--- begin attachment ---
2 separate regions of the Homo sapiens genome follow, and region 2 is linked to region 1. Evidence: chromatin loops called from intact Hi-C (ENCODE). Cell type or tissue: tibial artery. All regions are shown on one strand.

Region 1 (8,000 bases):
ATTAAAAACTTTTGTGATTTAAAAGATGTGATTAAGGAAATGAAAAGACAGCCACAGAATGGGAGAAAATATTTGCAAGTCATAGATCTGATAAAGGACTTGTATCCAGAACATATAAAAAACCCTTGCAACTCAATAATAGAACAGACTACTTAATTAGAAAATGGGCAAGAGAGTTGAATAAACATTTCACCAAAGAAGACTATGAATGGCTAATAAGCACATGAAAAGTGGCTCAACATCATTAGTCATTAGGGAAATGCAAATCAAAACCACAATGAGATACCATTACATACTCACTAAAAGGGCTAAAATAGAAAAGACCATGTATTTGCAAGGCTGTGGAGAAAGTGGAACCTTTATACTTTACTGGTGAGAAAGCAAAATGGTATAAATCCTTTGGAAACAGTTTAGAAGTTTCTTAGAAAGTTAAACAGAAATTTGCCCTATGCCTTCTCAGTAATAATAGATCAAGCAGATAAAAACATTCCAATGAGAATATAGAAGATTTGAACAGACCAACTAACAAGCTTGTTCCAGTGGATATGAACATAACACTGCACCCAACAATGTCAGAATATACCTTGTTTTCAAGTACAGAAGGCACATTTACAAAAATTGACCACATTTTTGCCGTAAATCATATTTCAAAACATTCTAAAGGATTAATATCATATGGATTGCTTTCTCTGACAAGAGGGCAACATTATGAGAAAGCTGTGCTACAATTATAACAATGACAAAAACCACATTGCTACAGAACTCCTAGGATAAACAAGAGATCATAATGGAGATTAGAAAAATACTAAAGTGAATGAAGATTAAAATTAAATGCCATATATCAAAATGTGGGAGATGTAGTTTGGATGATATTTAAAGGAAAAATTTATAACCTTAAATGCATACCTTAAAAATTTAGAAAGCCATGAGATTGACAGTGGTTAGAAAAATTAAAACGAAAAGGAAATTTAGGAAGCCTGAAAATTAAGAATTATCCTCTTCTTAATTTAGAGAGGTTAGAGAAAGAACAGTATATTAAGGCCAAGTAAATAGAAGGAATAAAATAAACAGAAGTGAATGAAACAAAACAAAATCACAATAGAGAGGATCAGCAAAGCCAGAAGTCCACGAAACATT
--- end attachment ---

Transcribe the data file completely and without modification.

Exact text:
2 separate regions of the Homo sapiens genome follow, and region 2 is linked to region 1. Evidence: chromatin loops called from intact Hi-C (ENCODE). Cell type or tissue: tibial artery. All regions are shown on one strand.

Region 1 (8,000 bases):
ATTAAAAACTTTTGTGATTTAAAAGATGTGATTAAGGAAATGAAAAGACAGCCACAGAATGGGAGAAAATATTTGCAAGTCATAGATCTGATAAAGGACTTGTATCCAGAACATATAAAAAACCCTTGCAACTCAATAATAGAACAGACTACTTAATTAGAAAATGGGCAAGAGAGTTGAATAAACATTTCACCAAAGAAGACTATGAATGGCTAATAAGCACATGAAAAGTGGCTCAACATCATTAGTCATTAGGGAAATGCAAATCAAAACCACAATGAGATACCATTACATACTCACTAAAAGGGCTAAAATAGAAAAGACCATGTATTTGCAAGGCTGTGGAGAAAGTGGAACCTTTATACTTTACTGGTGAGAAAGCAAAATGGTATAAATCCTTTGGAAACAGTTTAGAAGTTTCTTAGAAAGTTAAACAGAAATTTGCCCTATGCCTTCTCAGTAATAATAGATCAAGCAGATAAAAACATTCCAATGAGAATATAGAAGATTTGAACAGACCAACTAACAAGCTTGTTCCAGTGGATATGAACATAACACTGCACCCAACAATGTCAGAATATACCTTGTTTTCAAGTACAGAAGGCACATTTACAAAAATTGACCACATTTTTGCCGTAAATCATATTTCAAAACATTCTAAAGGATTAATATCATATGGATTGCTTTCTCTGACAAGAGGGCAACATTATGAGAAAGCTGTGCTACAATTATAACAATGACAAAAACCACATTGCTACAGAACTCCTAGGATAAACAAGAGATCATAATGGAGATTAGAAAAATACTAAAGTGAATGAAGATTAAAATTAAATGCCATATATCAAAATGTGGGAGATGTAGTTTGGATGATATTTAAAGGAAAAATTTATAACCTTAAATGCATACCTTAAAAATTTAGAAAGCCATGAGATTGACAGTGGTTAGAAAAATTAAAACGAAAAGGAAATTTAGGAAGCCTGAAAATTAAGAATTATCCTCTTCTTAATTTAGAGAGGTTAGAGAAAGAACAGTATATTAAGGCCAAGTAAATAGAAGGAATAAAATAAACAGAAGTGAATGAAACAAAACAAAATCACAATAGAGAGGATCAGCAAAGCCAGAAGTCCACGAAACATT